By Jennifer Stackhouse

Tags: autumn colour, bee-attracting plants, evergreen plants, flowering shrub, foliage colour, Hebe ‘Heebie Jeebie’, Hebe ‘Inspiration’, Hebe ‘Lemon and Lime’, Hebe ‘Sunset Boulevard’, Hebe ‘Wiri Cloud’, Hebe buxifolia, Hebe care, Hebe varieties, hedging plant, low care plants, mass planting, pot plant, shrub, spring colour, winter colour

A little bit about hebes

Hebes are like that smart suit you own that can be dressed up and made to look pretty or left plain but neat. Hebes are neat, tidy plants that don’t demand much care or attention. Most grow around 1-1.5m high and wide, with a naturally rounded shape and small, dense leaves.

They are extremely pretty when they are in flower as the shrubs are massed with small spires of white, purple, blue or pink flowers. Most are very long flowering and produce flushes of flowers from late winter or early spring to autumn.

Each flower spire is made up of many small flowers that bring bees and other beneficial insects to the garden. Early and late flowering varieties – those that start flowering in late winter or that continue to bloom well into autumn are a good source of nectar for insects.

These rounded, evergreen shrubs can be grown as part of a massed low-care planting, trimmed as a hedge or used as a feature plant in a garden or a container.


Leaf colour

While the flowers are pretty, some species are grown for their foliage. Some species have small, dense leaves giving the plants the look of a small neat conifer. Hebe buxifolia (pictured) has small dense leaves very much like a box plant but also produces compact spires of white flowers.

Other varieties have larger colourful leaves edged in cream, white or pink or combinations of colours. There are also varieties with deep burgundy new growth. ‘Lemon and Lime’ has an eye-catching combination of lemony-yellow stems and lime-green leaves.


Hebe varieties

Hebe Sunset Boulevard
Hebe Sunset Boulevard

The species commonly grown in gardens are native to New Zealand but have been bred, developed and are grown in gardens around the world. There are also species that are native to Australia and to South America.

‘Inspiration’ is a reliable, long-flowering variety with purple-blue flowers and purple stems. ‘Sunset Boulevard’ has bright pink blooms. ‘Wiri Cloud’ has pretty pale pink flower spires that fade to white with age. This variety is resistant to powdery mildew. It is part of the ‘Wiri’ series of hebes, which were bred in New Zealand at the Auckland Botanic Gardens.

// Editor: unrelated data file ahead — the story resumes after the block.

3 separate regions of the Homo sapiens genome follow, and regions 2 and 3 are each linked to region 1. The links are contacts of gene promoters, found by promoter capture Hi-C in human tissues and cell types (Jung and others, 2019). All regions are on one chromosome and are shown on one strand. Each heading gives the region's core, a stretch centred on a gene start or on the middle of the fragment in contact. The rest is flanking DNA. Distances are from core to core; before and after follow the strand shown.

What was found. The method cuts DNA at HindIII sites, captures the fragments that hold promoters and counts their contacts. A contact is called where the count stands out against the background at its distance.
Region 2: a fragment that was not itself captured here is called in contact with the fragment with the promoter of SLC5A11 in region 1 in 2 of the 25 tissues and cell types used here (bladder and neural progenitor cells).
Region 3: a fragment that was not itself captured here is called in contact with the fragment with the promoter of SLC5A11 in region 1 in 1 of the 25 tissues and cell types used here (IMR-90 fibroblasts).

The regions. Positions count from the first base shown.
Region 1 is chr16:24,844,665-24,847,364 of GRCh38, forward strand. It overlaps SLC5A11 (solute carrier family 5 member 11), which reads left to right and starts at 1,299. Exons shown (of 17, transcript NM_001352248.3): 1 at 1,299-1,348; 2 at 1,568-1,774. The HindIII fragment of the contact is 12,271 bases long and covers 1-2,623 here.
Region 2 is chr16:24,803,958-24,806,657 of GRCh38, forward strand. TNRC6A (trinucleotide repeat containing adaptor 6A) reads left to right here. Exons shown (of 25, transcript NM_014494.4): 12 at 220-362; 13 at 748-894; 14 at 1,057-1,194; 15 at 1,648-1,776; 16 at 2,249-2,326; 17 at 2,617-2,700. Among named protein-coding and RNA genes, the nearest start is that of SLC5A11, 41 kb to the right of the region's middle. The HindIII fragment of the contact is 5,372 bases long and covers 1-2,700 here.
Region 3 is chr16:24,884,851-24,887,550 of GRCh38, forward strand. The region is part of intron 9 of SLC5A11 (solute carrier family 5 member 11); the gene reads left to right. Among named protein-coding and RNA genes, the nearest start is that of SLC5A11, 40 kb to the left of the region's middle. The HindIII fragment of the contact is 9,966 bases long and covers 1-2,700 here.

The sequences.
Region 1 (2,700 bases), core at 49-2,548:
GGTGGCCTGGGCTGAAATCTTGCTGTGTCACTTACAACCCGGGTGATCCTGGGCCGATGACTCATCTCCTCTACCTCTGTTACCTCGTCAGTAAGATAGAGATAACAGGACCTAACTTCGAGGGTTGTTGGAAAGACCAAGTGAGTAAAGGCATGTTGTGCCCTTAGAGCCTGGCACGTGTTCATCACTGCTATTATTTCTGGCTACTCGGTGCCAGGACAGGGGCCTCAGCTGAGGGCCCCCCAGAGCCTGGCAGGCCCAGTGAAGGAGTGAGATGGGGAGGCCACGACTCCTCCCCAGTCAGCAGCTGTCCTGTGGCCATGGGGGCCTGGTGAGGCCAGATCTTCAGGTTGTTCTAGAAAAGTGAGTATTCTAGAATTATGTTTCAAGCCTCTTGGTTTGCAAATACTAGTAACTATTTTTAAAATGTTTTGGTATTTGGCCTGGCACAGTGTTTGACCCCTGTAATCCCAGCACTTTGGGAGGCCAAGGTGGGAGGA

‘Heebie Jeebie’ is another disease-resistant hebe. It has spikes of purple-blue flowers and shiny green leaves. Its peak flowering is in late winter and early spring.


Growing conditions

Hebes are best suited to cool and temperate climate gardens. They also grow well in coastal areas.

The benefits of growing hebes in cold climate areas are that they are both evergreen and frost tolerant. These leafy green plants offer an evergreen highlight amid winter-bare shrubs and trees.

Grow hebes in full sun or with afternoon shade and with regular water. Hebes grow best in well-draining soil. Plants can be pruned lightly after a main flowering flush. Feed them annually in spring as they burst into new growth.

In humid conditions some hebes may develop dieback or suffer from fungal diseases such as powdery mildew, which attacks the leaves. Diseases can be treated with fungicide such as Amgrow RotGuard and with improved growing conditions. If you have poorly draining soil, grow hebes in raised beds or containers to give them the drainage they need and reduce the likelihood of disease problems. Also select varieties bred for disease resistence.


Hebe buxifolia pictured.


Jennifer Stackhouse

Jennifer Stackhouse

Horticulturist, garden writer, blogger & editor.

  • Allan Andrews

    We have a narrow passageway on our southern border which is shaded most of the day. Our house forms one boundary and the dividing fence between our two properties forms the other boundary. We have 3 windows which face this passageway and although we don’t want to lose access down the passageway, we were wondering what type of plant or climber would be suitable. Your suggestions would be most welcome.

    • FlowerPowerAustralia

      Hi Allan, why don’t you look at doing a green wall , this keeps it narrow and contained, there are plenty of shade loving plants that can be used. Come and speak to the team instore and they can help you choose. Merry Christmas from the FP team.